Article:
Today’s Predictions for Tomorrow’s Internet

Smart cities, connected devices, digitized records, as well as smart cars and homes have become a new reality. Week 3 reminds citizens that their sensitive, personal information is the fuel that makes smart devices work. While there are tremendous benefits of this technology, it is critical to understand how to use these cutting-edge innovations in safe and secure ways.

This week’s post from the Department of Homeland Security’s blog, reprinted below. 

Is your refrigerator putting your home network at risk? We live in a world of “smart” objects, where things like thermostats, coffee pots, and refrigerators are connected to the internet. We carry around smart devices like phones, and we even wear them in the form of fitness trackers and medical devices. This complicated internet ecosystem offers us tremendous benefits, but it also poses unique risks.

As technology continues to evolve and advance through all aspects of our lives, it is critical to use internet-connected devices in safe and secure ways. These devices pose various privacy and security challenges because they collect personal information about the user which could potentially be accessed by others. The user is responsible for understanding what information these devices collect and how it is being shared.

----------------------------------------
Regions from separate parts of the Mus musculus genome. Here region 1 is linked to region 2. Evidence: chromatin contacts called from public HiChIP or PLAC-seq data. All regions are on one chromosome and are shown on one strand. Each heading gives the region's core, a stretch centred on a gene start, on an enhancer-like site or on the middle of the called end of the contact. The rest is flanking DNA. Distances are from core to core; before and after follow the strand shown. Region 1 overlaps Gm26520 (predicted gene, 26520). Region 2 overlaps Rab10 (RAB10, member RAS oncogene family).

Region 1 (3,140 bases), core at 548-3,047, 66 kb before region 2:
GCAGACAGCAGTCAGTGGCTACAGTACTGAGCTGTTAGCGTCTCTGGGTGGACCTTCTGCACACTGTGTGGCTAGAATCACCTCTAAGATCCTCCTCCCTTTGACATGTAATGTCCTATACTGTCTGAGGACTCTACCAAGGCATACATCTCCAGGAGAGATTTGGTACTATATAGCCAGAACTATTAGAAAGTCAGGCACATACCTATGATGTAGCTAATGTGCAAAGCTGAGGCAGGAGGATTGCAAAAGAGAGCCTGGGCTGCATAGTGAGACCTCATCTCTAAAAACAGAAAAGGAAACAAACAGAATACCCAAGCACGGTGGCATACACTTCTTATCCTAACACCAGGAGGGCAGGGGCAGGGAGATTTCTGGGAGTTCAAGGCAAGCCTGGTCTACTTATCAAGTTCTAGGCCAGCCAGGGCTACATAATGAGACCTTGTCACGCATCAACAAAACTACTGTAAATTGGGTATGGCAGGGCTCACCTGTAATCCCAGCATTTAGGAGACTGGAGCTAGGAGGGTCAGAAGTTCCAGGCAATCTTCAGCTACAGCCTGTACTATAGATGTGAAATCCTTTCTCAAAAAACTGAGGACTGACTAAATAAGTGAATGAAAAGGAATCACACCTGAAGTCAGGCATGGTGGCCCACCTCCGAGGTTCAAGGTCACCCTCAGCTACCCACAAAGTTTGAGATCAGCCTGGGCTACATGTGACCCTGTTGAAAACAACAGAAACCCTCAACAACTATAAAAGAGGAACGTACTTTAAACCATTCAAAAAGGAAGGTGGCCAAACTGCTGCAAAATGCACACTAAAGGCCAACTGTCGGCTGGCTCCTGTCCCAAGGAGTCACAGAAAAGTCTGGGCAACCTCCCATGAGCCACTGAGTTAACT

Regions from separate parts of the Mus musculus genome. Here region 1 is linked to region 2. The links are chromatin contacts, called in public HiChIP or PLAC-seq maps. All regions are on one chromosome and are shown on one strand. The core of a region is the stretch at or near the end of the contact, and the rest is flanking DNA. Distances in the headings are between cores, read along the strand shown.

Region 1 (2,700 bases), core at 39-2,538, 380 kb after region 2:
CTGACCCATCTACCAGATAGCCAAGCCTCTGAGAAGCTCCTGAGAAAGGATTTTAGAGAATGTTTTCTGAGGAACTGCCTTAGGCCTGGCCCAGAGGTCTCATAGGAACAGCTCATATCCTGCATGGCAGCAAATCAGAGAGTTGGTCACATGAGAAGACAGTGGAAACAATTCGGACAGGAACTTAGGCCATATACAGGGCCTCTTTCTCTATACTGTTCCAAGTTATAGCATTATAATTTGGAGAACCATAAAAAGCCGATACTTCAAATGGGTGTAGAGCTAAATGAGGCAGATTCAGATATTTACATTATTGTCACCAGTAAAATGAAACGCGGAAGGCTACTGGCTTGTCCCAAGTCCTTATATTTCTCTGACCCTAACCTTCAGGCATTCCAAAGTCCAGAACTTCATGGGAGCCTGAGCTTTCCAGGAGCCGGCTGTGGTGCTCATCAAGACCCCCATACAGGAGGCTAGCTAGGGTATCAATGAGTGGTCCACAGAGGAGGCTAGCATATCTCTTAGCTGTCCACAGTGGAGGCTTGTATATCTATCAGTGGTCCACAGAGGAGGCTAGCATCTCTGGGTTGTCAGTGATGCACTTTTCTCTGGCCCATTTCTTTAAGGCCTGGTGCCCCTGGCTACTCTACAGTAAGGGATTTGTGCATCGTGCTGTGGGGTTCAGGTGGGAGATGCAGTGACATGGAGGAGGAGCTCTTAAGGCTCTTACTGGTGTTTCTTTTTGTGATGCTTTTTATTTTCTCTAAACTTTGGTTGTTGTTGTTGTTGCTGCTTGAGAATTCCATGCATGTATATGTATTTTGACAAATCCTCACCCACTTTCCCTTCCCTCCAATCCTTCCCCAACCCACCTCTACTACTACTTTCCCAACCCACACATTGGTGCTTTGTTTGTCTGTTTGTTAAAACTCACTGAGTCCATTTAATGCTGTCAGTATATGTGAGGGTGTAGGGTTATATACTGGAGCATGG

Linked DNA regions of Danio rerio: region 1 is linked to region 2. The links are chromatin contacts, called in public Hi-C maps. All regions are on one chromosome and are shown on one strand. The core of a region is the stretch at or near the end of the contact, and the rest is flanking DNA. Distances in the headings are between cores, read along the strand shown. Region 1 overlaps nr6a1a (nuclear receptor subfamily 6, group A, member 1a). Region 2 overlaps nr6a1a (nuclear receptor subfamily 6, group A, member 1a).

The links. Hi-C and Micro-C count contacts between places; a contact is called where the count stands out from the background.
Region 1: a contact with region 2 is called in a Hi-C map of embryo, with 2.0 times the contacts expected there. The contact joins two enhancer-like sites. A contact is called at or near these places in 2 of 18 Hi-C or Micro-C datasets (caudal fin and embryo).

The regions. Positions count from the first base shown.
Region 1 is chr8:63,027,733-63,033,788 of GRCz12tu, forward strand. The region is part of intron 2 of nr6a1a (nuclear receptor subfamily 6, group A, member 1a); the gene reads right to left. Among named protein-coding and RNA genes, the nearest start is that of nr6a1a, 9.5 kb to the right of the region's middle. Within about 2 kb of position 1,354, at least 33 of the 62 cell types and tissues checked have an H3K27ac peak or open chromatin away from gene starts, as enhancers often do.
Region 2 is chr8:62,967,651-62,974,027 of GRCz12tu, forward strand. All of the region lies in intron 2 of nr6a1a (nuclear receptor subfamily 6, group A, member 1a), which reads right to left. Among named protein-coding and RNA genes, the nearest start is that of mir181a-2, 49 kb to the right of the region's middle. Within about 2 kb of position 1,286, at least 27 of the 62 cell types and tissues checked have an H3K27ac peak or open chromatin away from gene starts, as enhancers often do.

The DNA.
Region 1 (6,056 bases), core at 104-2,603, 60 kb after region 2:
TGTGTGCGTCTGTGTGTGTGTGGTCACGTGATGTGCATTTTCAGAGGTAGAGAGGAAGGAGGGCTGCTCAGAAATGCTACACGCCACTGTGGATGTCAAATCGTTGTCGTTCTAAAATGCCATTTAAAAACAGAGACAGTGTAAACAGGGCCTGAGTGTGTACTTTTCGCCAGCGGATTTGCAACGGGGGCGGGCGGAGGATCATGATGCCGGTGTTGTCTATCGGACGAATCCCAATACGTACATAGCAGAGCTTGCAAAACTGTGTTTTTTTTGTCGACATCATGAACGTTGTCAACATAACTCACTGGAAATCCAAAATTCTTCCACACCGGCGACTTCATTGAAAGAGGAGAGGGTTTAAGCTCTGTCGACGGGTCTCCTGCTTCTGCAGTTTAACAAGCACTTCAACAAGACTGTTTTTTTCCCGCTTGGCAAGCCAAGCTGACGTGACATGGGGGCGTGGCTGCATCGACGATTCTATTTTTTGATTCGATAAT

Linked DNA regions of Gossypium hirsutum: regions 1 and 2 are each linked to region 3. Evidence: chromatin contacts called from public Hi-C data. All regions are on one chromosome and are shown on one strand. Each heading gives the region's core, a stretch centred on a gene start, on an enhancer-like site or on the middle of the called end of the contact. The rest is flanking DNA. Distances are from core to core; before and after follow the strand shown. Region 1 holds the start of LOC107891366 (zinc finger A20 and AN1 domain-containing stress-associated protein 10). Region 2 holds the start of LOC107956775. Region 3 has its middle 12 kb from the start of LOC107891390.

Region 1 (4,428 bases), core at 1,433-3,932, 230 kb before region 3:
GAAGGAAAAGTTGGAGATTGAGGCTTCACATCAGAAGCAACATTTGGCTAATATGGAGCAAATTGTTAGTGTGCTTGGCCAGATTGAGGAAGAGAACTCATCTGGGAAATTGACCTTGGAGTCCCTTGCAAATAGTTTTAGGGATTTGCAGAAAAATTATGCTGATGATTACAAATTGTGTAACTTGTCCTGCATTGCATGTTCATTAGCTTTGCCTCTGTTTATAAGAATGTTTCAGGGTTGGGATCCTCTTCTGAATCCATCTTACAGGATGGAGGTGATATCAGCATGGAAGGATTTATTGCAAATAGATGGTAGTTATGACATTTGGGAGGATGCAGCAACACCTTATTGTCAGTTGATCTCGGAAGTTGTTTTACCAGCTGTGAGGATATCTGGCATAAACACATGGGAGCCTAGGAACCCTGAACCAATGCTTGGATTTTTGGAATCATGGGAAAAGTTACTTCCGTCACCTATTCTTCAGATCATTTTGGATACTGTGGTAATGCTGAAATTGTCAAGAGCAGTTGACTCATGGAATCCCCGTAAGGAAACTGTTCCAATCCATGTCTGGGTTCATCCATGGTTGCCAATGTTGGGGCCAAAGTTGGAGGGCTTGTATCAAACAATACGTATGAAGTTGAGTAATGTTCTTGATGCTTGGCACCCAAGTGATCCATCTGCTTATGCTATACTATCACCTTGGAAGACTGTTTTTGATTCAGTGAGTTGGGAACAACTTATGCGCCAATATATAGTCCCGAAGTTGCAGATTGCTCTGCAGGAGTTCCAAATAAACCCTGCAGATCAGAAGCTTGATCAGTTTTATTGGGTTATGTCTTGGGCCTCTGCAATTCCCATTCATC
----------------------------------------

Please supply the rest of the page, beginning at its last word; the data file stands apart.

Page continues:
October is National Cyber Security Awareness Month (NCSAM), and DHS is joining with its partners across the country to highlight the importance of cybersecurity to individuals of all ages and all segments of the community.

Follow the simple tips below to secure any object or device that connects to the internet and sends or receives data automatically:

 

  • Read privacy policies and know what information an app or device will collect to determine if you really want to share such information.
  • Keep any device that connects to the Internet free from viruses and malware by updating the software regularly.
  • Understand privacy settings to control how much information a device or app will display publicly about you.
  • Set strong passwords, and change them regularly

DHS is doing its part to make the internet safer for everyone by participating in NCSAM. Learn more about NCSAM 2017 and how you can be cyber safe at https://www.dhs.gov/ncsam.

To receive cybersecurity tips year round, visit www.dhs.gov/stopthinkconnect and become a Friend of the Stop.Think.Connect.Campaign.

Learn more about Immersive’s OculusDDRM data-driven, risk-based approach to cybersecurity risk assessment and management at www.immersive.healthcare.

Pin It on Pinterest

Share This

Share This

Share this post with your friends!